Jordan Schrader of USA Today manages to pen a long piece about the profusion of state renewable portfolio standards (RPSs) without discussing, except in the most glancing, cursory fashion, any of the important issues around them.

For instance, he notes that some people say RPSs will raise electricity rates, while others say they will ultimately save ratepayers money. Who’s right? Which RPSs have raised rates and which haven’t? How do different RPSs address costs?

Or this:

Renewable resources are defined differently in each state, but primarily as cleaner alternatives to coal that do not produce as much greenhouse gases.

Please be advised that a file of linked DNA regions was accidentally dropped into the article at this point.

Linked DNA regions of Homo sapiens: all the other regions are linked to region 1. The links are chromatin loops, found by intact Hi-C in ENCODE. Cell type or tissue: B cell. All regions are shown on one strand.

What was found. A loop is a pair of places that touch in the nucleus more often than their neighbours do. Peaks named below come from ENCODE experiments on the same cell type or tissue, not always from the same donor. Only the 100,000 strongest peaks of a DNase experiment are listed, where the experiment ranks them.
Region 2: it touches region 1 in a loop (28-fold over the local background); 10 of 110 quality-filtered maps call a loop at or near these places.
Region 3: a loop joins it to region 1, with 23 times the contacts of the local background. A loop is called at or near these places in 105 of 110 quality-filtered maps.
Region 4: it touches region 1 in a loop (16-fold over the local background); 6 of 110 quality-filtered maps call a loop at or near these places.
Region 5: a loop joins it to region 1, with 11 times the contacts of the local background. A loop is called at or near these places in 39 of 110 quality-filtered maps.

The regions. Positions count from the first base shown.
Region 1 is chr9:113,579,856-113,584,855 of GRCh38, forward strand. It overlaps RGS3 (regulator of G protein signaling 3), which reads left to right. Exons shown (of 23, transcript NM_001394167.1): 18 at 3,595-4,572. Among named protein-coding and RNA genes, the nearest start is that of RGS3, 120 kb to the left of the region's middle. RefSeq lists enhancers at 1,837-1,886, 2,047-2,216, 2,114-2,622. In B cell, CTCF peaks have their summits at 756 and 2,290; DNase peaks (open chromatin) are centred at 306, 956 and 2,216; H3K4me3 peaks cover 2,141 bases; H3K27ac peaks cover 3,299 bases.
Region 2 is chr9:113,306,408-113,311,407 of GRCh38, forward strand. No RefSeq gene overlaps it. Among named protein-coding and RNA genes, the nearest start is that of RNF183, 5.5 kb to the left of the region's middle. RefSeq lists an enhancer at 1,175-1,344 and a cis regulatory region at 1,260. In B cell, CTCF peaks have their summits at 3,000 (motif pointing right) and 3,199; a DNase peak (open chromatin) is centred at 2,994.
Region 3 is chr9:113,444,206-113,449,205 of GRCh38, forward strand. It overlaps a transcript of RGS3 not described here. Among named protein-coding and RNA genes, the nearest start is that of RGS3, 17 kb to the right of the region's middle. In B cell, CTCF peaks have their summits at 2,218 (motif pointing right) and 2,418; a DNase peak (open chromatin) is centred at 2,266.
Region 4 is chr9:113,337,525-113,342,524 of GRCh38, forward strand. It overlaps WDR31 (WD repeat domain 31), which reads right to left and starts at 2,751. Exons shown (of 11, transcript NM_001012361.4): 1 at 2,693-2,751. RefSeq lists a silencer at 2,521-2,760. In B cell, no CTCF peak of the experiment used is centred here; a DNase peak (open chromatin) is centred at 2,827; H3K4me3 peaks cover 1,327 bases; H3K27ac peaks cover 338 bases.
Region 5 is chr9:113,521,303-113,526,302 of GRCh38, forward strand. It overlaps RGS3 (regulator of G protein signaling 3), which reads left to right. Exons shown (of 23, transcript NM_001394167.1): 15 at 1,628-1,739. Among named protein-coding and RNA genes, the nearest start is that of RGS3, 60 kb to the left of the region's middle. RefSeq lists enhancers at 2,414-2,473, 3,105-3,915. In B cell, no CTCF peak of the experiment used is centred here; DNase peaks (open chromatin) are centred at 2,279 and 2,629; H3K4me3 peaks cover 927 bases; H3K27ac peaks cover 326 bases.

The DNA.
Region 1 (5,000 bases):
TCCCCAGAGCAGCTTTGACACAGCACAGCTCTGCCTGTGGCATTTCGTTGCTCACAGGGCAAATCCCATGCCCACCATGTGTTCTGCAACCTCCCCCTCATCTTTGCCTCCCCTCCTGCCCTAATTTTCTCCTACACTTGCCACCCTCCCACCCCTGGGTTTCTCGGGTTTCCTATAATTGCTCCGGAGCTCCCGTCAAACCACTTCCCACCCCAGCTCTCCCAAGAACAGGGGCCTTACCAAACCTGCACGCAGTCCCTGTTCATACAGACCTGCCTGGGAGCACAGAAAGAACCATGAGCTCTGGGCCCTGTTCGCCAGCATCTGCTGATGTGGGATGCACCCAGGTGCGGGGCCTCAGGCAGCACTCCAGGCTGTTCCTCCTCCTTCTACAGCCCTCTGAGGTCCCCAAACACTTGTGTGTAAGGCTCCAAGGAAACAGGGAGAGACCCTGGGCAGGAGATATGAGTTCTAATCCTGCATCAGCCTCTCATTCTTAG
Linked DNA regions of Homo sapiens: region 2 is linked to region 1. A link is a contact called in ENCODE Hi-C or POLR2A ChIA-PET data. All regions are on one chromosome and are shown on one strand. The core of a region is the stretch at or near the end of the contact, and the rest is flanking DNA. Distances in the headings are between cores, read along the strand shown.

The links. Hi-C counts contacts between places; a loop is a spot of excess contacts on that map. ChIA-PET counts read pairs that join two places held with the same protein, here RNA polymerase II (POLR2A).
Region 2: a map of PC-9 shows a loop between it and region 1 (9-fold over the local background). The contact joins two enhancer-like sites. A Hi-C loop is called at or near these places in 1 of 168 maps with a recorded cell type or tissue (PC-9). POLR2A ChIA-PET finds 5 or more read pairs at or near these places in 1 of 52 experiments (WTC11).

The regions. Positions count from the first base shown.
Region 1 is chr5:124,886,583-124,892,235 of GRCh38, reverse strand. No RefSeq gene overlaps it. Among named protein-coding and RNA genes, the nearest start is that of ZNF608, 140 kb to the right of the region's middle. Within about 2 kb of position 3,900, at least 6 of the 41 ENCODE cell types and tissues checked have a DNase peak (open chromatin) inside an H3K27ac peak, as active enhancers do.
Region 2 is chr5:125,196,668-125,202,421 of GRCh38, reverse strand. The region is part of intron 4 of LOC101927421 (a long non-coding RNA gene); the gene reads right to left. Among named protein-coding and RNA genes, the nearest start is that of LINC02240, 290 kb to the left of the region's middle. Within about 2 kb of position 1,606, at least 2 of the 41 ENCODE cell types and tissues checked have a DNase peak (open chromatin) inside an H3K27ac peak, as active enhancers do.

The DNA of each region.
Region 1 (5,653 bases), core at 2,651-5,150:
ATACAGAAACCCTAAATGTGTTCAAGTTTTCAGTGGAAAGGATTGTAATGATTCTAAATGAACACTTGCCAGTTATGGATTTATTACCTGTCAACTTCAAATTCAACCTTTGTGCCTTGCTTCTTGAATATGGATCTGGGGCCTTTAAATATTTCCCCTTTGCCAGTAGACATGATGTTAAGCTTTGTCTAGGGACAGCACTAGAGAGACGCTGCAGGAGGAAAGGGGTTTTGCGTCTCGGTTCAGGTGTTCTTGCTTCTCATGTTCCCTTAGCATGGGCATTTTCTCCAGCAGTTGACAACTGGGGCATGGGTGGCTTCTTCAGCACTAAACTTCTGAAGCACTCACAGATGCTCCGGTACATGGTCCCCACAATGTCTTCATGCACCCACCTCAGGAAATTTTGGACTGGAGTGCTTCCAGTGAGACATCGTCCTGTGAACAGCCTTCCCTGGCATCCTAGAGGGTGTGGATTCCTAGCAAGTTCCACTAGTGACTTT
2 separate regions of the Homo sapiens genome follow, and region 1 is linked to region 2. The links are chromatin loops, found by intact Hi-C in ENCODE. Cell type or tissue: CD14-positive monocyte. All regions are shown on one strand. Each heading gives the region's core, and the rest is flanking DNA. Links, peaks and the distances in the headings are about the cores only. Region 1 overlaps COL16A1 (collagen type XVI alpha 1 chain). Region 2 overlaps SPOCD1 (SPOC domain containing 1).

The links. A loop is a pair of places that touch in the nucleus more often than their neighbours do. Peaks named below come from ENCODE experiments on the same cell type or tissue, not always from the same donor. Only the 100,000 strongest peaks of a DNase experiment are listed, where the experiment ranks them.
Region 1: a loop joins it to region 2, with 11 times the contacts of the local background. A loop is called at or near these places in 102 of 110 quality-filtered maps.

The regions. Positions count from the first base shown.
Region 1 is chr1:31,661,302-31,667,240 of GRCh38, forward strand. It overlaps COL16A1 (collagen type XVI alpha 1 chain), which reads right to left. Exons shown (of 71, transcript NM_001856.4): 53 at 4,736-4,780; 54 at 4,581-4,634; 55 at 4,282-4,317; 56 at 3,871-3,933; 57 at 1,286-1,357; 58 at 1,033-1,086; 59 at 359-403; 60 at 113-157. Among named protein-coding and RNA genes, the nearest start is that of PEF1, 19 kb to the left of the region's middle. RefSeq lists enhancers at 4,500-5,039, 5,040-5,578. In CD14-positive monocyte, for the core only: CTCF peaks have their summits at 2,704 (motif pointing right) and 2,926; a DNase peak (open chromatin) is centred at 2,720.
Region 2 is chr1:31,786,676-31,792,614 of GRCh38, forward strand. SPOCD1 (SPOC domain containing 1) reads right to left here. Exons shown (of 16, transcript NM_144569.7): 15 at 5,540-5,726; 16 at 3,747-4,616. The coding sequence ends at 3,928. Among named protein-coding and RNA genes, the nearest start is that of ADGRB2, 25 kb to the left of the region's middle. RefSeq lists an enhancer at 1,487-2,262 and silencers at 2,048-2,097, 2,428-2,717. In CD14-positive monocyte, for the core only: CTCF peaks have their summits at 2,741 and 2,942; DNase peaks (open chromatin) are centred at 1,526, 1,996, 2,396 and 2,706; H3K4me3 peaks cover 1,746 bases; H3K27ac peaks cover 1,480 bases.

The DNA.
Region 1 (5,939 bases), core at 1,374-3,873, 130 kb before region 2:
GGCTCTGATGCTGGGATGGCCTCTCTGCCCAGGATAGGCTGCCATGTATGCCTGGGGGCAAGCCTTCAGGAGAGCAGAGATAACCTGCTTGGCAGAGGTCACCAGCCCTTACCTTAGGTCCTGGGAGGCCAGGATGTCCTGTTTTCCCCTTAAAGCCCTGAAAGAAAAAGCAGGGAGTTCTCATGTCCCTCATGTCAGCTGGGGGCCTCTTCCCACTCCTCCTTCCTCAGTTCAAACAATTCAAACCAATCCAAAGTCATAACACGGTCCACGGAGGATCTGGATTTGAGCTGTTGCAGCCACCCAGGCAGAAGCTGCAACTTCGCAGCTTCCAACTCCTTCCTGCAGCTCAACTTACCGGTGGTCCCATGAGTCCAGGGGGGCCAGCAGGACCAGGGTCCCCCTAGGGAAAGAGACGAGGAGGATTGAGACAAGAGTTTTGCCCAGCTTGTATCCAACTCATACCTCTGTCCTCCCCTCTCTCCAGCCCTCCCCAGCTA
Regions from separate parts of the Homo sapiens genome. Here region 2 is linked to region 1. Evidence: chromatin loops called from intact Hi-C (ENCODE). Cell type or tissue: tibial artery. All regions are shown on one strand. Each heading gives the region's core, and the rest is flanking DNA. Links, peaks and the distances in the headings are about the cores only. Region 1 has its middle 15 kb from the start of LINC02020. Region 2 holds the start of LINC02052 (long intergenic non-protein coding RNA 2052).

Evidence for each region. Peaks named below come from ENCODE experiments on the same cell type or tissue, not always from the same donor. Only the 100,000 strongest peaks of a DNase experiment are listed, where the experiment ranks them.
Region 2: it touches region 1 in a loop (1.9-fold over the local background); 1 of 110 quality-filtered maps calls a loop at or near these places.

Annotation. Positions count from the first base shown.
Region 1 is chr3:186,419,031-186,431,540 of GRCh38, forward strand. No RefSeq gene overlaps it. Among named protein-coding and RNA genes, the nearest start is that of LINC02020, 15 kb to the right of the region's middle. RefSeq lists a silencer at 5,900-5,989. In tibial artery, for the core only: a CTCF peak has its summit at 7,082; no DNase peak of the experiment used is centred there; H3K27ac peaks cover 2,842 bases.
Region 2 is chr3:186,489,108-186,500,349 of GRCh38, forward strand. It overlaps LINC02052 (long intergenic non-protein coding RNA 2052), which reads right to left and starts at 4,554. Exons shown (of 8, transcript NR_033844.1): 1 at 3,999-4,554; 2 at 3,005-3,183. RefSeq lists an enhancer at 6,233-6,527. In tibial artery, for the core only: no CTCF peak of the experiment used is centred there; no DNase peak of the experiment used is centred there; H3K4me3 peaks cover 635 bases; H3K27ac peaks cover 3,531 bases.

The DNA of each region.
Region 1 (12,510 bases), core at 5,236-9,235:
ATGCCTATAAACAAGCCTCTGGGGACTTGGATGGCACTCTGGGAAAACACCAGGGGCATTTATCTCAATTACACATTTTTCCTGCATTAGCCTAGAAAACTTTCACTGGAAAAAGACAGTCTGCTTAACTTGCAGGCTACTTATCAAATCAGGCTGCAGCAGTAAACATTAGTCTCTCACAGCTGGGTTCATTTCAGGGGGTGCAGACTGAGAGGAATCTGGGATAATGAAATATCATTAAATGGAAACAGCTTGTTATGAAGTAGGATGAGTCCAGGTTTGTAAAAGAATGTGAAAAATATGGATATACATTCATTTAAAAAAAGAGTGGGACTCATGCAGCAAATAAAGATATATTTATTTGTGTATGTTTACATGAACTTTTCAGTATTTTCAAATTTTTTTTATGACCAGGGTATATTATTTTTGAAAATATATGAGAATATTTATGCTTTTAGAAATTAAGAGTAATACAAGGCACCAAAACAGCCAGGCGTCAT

This is absolutely the central question of an RPS: what counts as renewable? Does energy efficiency? Does cogeneration? Does “clean” coal? Does nuclear? How these questions are answered decisively affects how things will play out, but we learn nothing about it from the article.

Also going without mention is: if one state has one standard for its RPS, and an adjoining state has a different standard, can utilities trade credits between states? And if not, how does that affect prices?

The piece also mentions that some states have met their targets, but others haven’t, or can’t. But how does the design of the RPS affect a state’s ability to hit its target?

Anyway, all this bitching is just to get you to go back and read this post, and the referenced report (PDF), which discusses state RPSs in great detail and makes a powerful case that a national RPS would lower costs, accelerate development of clean power, and generally serve the various purposes of RPSs far better than a patchwork of state efforts.